People flock to Denver from far and wide to sample the world-class craft breweries and bars, but Denver is filled with joints of the not-so-craft variety, too. The Barstool is Eater's latest column about those lesser-known watering holes. Jess Hunter, writer and purveyor of the drinking life, pens her visits to these drinking establishments.
Armida's [Photo: Meredith Moran]
At 11 p.m., Lincoln Street was deserted. Typical, I suppose, for a Tuesday night. Newspapers were shuffled across the asphalt, an ambulance siren sounded in the distance and cherished parking spots stood open and free of charge. We parked by Armida’s Mexican Restaurant & Lounge, giddy to try this karaoke legend. Just thirty minutes before, we had gorged on not one, but two beautiful Korean Barbecue dinners at different venues. Why not wash down our ethnic eats with something blended and sickly sweet at the quirky, fabled Armida’s?
The singular path of peach-colored concrete steps escorted us to the doorway of this Denver mainstay. Red, green and white flags hung across the entrance and a poster bragged, "Best Food, Drinks, and Karaoke” in block letters. Good thing, since we landed at Armida’s for the sole intention of singing our hearts out.
We entered through the enclave, peering at the tube lights accentuating choice liquor selections. Red chili lights smeared the ceiling in inconsistent patterns and directions, and “Picture” by Kid Rock and Sheryl Crow sounded in the background. This will be a show, I thought, as we perched against the wall.
Our server arrived at our table with a smile. She was an adorable 19-year-old-ish doll with The Limited black-framed glasses, belonging on library night-shift instead of taking drink orders. I was with close industry friends — the type of folks that know a margarita as tequila, fresh lime juice and triple sec. Their faces shriveled at the mention of blended margarita mix. Unoffended, she rattled off Modelo, well specials and daiquiris. I ordered four daiquiris before the mixology friends could inquire and dismiss. Our server skipped away, invisible pigtails bouncing to and fro. Janis Joplin’s reincarnate serenaded us with “Me and Bobby McGee” as we slurped down our blended strawberry daiquiris and licked the sugar rim.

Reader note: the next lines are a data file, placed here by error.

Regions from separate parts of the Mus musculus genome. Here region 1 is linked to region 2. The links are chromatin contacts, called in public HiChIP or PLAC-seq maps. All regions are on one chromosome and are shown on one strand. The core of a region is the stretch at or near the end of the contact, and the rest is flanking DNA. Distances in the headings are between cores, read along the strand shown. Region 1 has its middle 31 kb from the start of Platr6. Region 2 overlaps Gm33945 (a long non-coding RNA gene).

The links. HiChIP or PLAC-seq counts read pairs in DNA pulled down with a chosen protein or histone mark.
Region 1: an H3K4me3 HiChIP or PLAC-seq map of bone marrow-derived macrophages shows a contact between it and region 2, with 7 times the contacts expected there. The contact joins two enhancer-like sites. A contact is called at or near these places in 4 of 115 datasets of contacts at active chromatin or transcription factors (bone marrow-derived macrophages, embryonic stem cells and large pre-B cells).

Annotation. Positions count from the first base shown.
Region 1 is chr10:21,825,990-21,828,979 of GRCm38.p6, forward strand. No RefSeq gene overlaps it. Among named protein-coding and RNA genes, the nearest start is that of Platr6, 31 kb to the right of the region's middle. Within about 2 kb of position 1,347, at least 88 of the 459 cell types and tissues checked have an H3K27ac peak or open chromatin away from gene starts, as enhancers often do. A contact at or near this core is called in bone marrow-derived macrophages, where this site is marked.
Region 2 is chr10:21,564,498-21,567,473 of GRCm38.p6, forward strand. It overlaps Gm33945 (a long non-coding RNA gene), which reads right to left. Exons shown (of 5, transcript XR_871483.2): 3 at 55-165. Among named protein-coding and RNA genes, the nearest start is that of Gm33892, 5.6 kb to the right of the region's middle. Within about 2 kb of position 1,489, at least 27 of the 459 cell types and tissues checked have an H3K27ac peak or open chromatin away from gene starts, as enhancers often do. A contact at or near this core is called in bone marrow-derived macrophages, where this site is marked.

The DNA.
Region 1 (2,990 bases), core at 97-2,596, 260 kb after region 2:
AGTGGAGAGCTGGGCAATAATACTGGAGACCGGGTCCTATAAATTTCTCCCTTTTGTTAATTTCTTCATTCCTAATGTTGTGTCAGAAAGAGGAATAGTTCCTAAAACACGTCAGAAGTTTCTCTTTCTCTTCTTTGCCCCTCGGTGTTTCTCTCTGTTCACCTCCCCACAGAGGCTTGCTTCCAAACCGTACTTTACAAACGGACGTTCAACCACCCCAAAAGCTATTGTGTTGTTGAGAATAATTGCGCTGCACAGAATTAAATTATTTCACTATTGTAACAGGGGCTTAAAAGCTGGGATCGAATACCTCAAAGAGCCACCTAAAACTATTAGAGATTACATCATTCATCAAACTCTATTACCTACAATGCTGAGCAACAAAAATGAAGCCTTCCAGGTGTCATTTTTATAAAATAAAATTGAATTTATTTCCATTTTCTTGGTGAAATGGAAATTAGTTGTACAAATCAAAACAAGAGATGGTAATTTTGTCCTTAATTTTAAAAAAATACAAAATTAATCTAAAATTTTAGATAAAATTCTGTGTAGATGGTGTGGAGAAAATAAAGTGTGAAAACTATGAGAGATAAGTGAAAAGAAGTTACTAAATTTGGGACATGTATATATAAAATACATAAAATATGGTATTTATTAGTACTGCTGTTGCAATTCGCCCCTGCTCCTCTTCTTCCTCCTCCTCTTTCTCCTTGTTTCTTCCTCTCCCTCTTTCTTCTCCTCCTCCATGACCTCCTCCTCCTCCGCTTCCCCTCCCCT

Whether owners Fausto and Armida Corral envisioned Armida’s as a place crowned “Best Karaoke Bar” and “Best Chile” (be it red or green), it’s earned the reputation and praise from multiple publications. Regardless, this duo from Guamuchil, Sinaloa (near Mazatlan) have created a hospitable atmosphere. The crowd is welcoming of any jukebox hero or newbie crooners. After all, Creed, Jason Aldean and Tina Turner all came to play.
If karaoke isn’t your thing, either join for happy hour before the DJ sets up, or head upstairs for the pool table. Otherwise, order a few mixed drinks and tequila shots, and enjoy the show. That’s exactly what we did. Some singers may impress you with their pipes and you’ll find yourself swaying, either to the beat or the booze. A hip 20-something-year-old in a glittery graphic t-shirt, fashionably-cut jeans and an edgy haircut sang a stirring rendition of Sugarland’s “Stay.” A few lighters-via-iPhone were lit, claps sounded and laughs were exchanged. For everyone, it was a revisit to the oldie-but-goodie songs long forgotten.
Armida’s legend, a 70s-ish-year-old man who sings karaoke every night continued his streak. Monochromatically dressed in a polo shirt and shorts, this white-haired, leathered-skin, droopy-eyed rockstar took the stage. As he lit into the first stanza of Prince’s “Purple Rain,” the room clamored in support. And when he reached the chorus of his soulful rendition, we were singing along with invisible microphones, howling into our fists.
I’ll be back, but not to sing an off-key Bonnie Raitt rendition or to guzzle down a daiquiri. Instead, I’ll be back to see the regulars, and I’ll certainly be on the look-out for the old man. I have my fingers crossed his next ditty will be Earth, Wind & Fire’s “September.”
With our last song, we paid our tab and exited back to deserted Lincoln Street. And as a group, we all walked to the car, mumbling the off-key lyrics of Hall & Oates’ “Rich Girl,” ‘cause you know it don’t matter anyway.